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MareyMac

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About MareyMac

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    Vancouver, Canada

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  1. Hi All, I host a monthly Classic Film Discussion Group via Meetup in Vancouver. If anyone in town would like to join us, please message me. It's been going for over a year now and my average turnout is 12-15 to 25 or so, every month. We meet at a downtown pub during Happy Hour. I'm getting enough people joining through meetup, but I'd love to meet more local TCM fans!
  2. I host Vancouver's Classic Film Discussion Group. Too bad there's no Backlot chapter here though! A number of people in my group would love to join. Cliff, if you would care to message me, we meet once a month via Meetup.
  3. Lord, I found this non-film monumentally, dreadfully and painfully tedious. I couldn't get past 20 minutes of it. Then I bailed because truthfully, it wasn't going to get any better. If you love it, good for you. So sorry, no amount of explaining why I should appreciate it due to some historical merit will win me over.
  4. OK, 1776 is showing on 4th of July (of course) on TCM. I will try watching it. But honestly, watching actors singing and dancing as colonials debating American Independence sounds like 2 hours of my life I'll never get back.
  5. Yes, there was mention in the wrap up. Just a passing mention though. Meanwhile not one but two discussions, at length, on 1776.
  6. I seriously don't get the gushing about this movie. Maybe it's because I'm not American??? I consider myself a pretty well-informed film buff. Frankly, I've never even heard of this movie-based-on-a-stage-musical. And, after listening to the lecture discussions, I'm not exactly itching to watch it. Seems the only thing recommending it is it's a pet-fave of the instructor. In fact, this seems to be an example of letting personal prejudices influencing academic perspective. Meanwhile, where is a discussion of Saturday Night Fever as "disruptive" and a landmark musical film for the 70s? I was NOT a fan of the whole disco wave, but in hindsight, this movie was HUGE and a real game changer. Even if you look at it in terms of soundtrack sales. Is it just me?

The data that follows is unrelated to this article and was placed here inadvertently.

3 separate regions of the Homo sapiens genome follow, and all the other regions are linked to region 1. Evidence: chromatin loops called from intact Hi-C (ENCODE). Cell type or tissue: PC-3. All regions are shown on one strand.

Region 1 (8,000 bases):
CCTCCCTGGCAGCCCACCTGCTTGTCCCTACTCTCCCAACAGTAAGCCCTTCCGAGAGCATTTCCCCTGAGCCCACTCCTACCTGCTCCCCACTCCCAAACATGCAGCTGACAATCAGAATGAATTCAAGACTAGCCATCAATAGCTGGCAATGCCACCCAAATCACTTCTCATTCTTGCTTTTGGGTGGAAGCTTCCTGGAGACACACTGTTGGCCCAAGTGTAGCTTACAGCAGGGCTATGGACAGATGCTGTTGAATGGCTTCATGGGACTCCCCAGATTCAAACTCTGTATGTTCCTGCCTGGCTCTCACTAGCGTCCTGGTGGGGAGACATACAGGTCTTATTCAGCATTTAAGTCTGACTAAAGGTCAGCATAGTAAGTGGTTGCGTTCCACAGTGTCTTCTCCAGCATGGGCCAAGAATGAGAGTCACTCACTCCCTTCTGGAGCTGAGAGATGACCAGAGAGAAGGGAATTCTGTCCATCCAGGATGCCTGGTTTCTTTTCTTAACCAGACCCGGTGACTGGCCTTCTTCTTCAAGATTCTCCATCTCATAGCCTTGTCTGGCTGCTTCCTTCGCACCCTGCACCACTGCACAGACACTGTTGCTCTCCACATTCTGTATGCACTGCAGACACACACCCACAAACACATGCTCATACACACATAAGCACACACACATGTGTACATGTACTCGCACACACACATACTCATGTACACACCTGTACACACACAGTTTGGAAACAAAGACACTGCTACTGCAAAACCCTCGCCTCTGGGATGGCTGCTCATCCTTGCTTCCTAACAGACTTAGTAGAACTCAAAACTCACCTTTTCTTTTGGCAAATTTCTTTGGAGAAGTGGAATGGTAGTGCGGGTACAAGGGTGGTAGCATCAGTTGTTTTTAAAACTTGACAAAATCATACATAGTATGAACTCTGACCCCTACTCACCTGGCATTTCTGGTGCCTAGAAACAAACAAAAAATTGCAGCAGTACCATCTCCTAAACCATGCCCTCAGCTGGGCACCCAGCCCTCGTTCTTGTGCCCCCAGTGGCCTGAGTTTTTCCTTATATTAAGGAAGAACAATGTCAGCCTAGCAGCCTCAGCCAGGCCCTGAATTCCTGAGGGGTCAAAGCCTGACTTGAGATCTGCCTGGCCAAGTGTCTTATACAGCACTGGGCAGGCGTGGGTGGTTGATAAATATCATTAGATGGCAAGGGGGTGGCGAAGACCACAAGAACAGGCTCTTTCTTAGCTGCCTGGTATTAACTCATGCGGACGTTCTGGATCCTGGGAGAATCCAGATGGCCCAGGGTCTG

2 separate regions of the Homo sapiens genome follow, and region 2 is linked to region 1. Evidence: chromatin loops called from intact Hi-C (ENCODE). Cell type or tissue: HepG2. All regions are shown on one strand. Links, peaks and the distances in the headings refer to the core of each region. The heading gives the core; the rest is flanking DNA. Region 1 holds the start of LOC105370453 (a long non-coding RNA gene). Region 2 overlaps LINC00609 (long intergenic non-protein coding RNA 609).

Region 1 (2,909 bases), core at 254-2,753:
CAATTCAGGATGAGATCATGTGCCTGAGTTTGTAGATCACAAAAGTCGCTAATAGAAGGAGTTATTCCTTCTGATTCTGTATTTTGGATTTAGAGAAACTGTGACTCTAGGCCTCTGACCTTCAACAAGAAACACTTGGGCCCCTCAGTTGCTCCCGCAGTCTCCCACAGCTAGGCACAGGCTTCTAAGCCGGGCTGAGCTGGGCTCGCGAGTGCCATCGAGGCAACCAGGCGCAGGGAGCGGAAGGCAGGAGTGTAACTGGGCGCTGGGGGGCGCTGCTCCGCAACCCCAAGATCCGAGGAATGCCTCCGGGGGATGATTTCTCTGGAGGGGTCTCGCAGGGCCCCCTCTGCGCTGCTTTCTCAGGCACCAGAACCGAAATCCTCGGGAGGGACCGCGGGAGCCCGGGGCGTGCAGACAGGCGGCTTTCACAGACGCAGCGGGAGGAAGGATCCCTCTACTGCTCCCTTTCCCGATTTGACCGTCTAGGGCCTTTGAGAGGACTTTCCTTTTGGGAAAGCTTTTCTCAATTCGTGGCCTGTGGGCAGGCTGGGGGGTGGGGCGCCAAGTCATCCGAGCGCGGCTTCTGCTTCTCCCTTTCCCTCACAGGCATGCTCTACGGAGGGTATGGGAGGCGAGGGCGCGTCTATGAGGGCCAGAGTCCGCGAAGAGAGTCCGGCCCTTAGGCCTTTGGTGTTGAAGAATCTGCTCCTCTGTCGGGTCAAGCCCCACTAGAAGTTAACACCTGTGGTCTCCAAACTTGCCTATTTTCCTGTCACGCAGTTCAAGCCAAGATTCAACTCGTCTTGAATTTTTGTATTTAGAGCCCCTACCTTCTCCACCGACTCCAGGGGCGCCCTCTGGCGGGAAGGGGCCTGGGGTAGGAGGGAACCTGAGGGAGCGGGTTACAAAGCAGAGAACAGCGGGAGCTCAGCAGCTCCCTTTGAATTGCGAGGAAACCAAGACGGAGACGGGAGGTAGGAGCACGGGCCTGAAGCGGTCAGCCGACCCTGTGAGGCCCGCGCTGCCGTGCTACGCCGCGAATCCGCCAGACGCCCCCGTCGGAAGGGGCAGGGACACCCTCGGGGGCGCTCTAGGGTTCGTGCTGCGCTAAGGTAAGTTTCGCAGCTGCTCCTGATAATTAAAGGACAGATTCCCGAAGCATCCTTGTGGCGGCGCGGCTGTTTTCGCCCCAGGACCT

7. I'm just surprised that Week 1 talked about house style of various studio musicals in the 30s and it's not even mentioned in Week 2. I know MGM was the major studio for big Technicolor musicals in the 40s, but what other studios were doing should at least get a mention. All the behind the scenes experts covered (set & costume, scriptwriting, editing, etc) were all MGM as well.
  8. The Love Parade, discussed last week, was a Paramount picture
  9. In reviewing material to make notes for the quiz (yes, I actually do that), other than Yankee Doodle Dandy from Warners, the emphasis is squarely on MGM and Garland, Kelly, et. al for the 1940s, principally a handful of films.
  10. Musicals were fantasies right from the get-go. In "Footlight Parade" the premise of travelling prologues for movies is laughable. I mean, these were supposed to be presented on a simple stage in movie theatres. That "By a Waterfall" Busbey Berkeley production number had 300 choreographed swimmers, along with movable swimming pools.
  11. I have a weird obsession with collecting out-of-print movie-tie in editions. Search ABE books (Advanced Book Exchange) for reputable editions but apparently this is a long out of print title. There are a few editions that are slightly cheaper, but you'll still have to pay for an early tie in edition. https://www.abebooks.com/servlet/SearchResults?sts=t&cm_sp=SearchF-_-home-_-Results&an=Bradford+Ropes&tn=42+street&kn=&isbn= FYI, one of my most prized possessions is the 1929 photoplay edition of "The Broadway Melody" from 1929.
  12. I've always thought of Ruby Keeler as a triple non-threat. She couldn't sing, dance or act. But I wait for the lines in (I think) 42nd Street (they were all the same) where she she responds to "you're going out a youngster, but you're coming back a star". With "Who, me?". And when Ginger Rogers says something like "I can't carry a show, but you've got a great little trooper who can". Of course Ginger could carry the show. She could dance rings around Ruby. But Ruby non-talent is totally charming.
  13. I was going to add my thoughts on this but you've pretty much touched on all the points I was going to make. Considering the amount of material to be covered and all the juggling that I'm sure the Prof had to do, kudos on a brilliantly executed course. A few lecture notes were posted a bit late and I think everyone took it in stride.
  14. I'd sign up for a Pre-Code course in a heartbeat. Lots of late 20s/early 30s"social context" a prof could cover. It has to tie into a month long festival that TCM would run and I think that would be do-able summer festival on their end. I believe they've done some Pre-code evenings in the past?
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